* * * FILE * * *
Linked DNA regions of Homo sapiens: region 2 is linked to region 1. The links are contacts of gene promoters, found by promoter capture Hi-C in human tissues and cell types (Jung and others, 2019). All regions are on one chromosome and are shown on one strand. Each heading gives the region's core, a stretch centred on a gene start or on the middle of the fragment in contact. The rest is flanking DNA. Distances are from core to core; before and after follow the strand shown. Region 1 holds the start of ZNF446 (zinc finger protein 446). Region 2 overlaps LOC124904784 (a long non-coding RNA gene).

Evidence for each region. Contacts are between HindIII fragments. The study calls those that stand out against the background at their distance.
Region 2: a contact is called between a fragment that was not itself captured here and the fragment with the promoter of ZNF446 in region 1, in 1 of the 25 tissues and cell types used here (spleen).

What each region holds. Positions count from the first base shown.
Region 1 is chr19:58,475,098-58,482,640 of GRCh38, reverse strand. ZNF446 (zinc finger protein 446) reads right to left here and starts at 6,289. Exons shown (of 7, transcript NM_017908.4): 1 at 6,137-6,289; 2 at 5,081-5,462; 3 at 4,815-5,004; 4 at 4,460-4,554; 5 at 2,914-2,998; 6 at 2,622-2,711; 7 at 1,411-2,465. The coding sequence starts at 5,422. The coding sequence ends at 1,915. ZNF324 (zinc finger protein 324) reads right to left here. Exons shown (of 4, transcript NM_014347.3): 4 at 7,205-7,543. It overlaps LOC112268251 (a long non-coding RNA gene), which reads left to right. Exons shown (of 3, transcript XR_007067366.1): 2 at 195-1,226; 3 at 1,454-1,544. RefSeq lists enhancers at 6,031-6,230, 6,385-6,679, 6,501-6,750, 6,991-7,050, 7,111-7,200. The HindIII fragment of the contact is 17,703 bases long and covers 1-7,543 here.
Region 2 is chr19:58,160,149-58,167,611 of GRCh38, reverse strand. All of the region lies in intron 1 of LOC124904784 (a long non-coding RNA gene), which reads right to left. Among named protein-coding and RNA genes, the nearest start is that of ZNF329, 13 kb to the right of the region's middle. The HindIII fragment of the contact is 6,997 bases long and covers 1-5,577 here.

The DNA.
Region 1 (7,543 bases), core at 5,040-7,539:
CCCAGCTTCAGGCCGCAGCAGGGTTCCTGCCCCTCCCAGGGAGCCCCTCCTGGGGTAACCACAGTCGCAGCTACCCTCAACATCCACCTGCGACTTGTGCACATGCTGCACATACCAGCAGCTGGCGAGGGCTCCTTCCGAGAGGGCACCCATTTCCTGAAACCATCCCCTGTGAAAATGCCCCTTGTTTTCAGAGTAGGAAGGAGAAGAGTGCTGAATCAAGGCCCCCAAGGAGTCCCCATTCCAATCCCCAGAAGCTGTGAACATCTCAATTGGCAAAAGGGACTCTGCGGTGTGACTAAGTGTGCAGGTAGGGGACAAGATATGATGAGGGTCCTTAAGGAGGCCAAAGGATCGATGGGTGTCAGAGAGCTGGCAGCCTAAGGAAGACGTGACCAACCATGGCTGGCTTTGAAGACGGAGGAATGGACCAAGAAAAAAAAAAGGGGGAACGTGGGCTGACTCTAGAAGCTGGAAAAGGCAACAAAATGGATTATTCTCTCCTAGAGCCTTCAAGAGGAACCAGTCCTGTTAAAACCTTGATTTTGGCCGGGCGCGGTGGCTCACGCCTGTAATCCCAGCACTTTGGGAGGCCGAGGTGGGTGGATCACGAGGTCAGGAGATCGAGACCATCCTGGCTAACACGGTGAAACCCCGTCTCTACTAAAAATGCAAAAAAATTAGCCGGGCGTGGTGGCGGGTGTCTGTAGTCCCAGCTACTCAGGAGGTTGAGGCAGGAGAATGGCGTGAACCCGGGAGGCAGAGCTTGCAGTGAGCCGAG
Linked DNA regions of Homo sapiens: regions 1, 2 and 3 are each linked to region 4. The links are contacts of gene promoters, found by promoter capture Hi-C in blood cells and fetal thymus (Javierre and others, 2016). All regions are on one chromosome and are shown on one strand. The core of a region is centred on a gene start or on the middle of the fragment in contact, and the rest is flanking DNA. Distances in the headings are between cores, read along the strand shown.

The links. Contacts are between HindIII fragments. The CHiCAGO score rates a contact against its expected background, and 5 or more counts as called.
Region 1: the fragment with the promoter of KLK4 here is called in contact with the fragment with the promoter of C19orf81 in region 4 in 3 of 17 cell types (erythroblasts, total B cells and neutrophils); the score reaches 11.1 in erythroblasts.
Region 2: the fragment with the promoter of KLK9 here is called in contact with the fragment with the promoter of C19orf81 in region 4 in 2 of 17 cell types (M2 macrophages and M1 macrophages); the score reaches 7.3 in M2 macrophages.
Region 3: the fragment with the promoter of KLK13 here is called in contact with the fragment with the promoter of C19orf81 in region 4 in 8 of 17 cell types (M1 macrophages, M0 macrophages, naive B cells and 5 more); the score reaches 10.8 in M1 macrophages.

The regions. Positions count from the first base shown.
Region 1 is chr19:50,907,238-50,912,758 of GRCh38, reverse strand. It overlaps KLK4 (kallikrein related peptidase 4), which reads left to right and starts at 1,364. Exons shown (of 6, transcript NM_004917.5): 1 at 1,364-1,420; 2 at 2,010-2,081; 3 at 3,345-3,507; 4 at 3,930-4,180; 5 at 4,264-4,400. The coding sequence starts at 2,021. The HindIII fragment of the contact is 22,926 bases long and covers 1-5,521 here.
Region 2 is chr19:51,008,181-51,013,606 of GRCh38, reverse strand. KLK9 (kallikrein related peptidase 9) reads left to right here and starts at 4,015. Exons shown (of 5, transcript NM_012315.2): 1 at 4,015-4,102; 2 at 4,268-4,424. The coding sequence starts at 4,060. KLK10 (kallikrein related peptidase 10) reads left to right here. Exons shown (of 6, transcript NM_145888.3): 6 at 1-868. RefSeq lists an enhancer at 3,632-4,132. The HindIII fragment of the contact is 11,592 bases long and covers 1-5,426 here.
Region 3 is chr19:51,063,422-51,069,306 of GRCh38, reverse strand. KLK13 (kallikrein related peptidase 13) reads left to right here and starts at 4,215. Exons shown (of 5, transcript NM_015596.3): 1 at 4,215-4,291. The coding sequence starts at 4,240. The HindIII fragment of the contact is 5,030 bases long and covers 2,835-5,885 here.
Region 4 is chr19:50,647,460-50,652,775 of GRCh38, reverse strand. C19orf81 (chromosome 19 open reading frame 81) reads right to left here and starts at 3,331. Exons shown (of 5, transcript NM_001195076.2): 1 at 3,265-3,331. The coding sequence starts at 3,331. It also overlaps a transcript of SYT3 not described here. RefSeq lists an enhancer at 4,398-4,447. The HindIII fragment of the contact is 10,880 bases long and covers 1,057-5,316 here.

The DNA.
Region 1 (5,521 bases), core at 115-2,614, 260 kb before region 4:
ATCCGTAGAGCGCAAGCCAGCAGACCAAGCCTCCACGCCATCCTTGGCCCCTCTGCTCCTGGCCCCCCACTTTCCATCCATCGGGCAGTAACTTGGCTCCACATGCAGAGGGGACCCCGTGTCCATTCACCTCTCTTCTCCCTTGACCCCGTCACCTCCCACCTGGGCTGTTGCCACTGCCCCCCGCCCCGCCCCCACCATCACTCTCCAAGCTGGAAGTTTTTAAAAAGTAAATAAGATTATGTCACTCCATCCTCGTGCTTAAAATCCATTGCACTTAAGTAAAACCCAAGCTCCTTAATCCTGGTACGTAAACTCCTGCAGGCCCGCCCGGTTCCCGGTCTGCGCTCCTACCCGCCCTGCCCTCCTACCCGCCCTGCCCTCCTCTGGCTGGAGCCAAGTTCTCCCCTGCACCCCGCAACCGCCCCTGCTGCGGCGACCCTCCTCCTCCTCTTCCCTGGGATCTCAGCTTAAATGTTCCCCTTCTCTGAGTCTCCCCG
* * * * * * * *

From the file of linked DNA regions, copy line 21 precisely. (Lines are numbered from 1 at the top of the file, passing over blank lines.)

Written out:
Region 1 (5,521 bases), core at 115-2,614, 260 kb before region 4: